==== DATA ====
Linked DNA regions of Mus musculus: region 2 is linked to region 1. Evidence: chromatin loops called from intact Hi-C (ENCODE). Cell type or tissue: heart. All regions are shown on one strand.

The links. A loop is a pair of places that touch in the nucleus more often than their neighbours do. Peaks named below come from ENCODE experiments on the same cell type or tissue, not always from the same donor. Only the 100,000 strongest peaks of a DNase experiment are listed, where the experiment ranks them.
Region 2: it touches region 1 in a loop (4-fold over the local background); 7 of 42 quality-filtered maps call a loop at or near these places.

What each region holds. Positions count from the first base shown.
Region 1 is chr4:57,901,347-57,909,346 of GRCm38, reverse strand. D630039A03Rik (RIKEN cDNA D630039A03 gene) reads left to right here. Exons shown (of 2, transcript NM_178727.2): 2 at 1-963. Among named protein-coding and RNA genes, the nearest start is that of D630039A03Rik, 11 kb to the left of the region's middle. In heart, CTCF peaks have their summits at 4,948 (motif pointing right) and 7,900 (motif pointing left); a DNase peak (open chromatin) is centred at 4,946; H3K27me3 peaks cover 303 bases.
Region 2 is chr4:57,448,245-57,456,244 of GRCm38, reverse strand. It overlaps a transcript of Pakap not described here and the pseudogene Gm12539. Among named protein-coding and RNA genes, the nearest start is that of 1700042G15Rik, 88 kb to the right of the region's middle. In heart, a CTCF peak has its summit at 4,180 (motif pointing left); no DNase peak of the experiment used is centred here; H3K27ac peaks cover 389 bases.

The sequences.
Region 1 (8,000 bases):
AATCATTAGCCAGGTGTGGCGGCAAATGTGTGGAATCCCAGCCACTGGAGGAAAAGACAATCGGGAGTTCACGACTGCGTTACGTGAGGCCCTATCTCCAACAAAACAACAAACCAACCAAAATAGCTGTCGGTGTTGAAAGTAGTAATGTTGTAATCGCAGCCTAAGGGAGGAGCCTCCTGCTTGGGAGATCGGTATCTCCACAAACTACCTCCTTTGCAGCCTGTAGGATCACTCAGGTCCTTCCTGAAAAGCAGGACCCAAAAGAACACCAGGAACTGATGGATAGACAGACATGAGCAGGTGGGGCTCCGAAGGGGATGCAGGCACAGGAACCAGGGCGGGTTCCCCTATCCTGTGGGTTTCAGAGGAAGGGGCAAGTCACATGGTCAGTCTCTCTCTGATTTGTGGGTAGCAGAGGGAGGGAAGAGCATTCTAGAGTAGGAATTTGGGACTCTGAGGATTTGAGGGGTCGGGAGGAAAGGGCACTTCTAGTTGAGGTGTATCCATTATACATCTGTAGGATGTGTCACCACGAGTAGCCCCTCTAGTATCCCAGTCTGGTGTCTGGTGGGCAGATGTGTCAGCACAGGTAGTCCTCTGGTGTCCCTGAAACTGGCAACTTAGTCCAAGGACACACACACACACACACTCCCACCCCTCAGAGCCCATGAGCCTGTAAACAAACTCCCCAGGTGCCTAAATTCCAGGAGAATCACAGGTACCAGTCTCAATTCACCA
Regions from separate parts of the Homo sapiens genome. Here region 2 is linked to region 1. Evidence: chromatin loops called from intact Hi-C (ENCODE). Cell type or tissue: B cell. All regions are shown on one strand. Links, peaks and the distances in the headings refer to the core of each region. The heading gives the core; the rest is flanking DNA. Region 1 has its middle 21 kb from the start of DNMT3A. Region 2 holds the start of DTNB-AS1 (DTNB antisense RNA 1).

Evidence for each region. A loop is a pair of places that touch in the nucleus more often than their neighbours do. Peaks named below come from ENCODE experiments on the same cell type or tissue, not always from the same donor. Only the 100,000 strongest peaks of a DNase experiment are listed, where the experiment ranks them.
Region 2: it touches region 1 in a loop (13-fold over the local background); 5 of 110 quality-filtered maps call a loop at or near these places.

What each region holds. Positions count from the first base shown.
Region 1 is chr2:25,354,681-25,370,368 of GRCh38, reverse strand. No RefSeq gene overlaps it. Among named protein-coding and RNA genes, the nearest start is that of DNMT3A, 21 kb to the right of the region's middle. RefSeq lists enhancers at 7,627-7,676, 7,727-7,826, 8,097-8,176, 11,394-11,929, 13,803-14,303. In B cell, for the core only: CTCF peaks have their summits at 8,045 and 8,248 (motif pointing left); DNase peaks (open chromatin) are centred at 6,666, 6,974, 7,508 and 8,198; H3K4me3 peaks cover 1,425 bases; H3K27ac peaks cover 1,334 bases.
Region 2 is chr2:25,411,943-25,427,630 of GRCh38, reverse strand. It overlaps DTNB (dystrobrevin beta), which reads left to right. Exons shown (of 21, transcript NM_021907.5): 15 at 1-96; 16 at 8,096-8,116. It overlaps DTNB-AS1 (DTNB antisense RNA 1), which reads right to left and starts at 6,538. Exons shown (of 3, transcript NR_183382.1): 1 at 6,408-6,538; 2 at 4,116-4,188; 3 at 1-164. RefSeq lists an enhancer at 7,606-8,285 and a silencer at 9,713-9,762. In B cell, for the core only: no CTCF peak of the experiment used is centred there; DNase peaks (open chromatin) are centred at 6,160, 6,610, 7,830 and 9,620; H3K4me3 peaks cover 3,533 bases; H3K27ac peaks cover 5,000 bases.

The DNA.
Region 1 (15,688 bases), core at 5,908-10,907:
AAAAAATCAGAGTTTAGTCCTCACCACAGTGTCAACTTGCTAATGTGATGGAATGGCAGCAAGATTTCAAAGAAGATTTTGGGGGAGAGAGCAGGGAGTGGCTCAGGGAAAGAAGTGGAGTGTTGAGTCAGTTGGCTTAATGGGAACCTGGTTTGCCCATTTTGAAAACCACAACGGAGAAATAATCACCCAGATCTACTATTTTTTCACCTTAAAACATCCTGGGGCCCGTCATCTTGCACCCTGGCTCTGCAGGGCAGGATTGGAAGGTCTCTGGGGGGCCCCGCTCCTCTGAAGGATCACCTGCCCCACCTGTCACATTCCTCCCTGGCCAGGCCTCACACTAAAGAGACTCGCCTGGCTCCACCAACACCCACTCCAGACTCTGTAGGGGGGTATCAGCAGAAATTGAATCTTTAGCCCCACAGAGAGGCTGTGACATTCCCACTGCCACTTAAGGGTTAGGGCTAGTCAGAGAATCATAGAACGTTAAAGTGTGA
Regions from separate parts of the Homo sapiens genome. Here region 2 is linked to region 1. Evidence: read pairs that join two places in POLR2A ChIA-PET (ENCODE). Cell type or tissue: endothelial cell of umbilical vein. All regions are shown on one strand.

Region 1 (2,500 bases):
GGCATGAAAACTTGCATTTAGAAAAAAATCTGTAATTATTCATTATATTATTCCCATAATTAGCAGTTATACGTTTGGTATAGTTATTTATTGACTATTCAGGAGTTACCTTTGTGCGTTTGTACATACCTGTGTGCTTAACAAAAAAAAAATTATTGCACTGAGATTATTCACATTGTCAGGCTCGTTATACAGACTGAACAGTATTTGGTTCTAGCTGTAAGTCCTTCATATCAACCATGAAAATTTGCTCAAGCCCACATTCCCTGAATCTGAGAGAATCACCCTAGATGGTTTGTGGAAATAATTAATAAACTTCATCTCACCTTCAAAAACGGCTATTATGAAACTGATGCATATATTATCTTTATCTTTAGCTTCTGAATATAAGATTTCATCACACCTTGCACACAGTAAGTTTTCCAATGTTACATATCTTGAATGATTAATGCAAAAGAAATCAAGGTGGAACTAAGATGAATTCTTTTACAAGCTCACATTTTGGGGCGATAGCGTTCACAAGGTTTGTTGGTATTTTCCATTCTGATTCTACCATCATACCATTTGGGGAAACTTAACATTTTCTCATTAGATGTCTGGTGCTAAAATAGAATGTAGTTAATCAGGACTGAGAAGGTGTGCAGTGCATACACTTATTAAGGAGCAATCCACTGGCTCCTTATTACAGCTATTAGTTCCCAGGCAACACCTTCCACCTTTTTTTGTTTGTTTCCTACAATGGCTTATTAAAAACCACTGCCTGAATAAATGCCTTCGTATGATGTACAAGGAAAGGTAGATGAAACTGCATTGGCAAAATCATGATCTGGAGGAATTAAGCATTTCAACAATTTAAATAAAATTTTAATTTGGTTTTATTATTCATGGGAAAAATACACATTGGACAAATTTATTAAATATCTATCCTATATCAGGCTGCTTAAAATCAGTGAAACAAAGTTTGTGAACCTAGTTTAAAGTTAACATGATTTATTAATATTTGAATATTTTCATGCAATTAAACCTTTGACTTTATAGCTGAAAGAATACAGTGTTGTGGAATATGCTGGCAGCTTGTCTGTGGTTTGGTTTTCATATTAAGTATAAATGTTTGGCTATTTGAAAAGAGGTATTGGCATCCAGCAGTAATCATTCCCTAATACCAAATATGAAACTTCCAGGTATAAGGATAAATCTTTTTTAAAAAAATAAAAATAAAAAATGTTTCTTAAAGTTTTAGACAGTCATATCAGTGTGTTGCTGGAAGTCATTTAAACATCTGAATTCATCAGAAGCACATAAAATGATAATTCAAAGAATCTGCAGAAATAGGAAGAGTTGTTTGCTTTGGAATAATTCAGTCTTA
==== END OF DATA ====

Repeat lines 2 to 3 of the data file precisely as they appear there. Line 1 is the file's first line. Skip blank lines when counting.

The links. A loop is a pair of places that touch in the nucleus more often than their neighbours do. Peaks named below come from ENCODE experiments on the same cell type or tissue, not always from the same donor. Only the 100,000 strongest peaks of a DNase experiment are listed, where the experiment ranks them.
Region 2: it touches region 1 in a loop (4-fold over the local background); 7 of 42 quality-filtered maps call a loop at or near these places.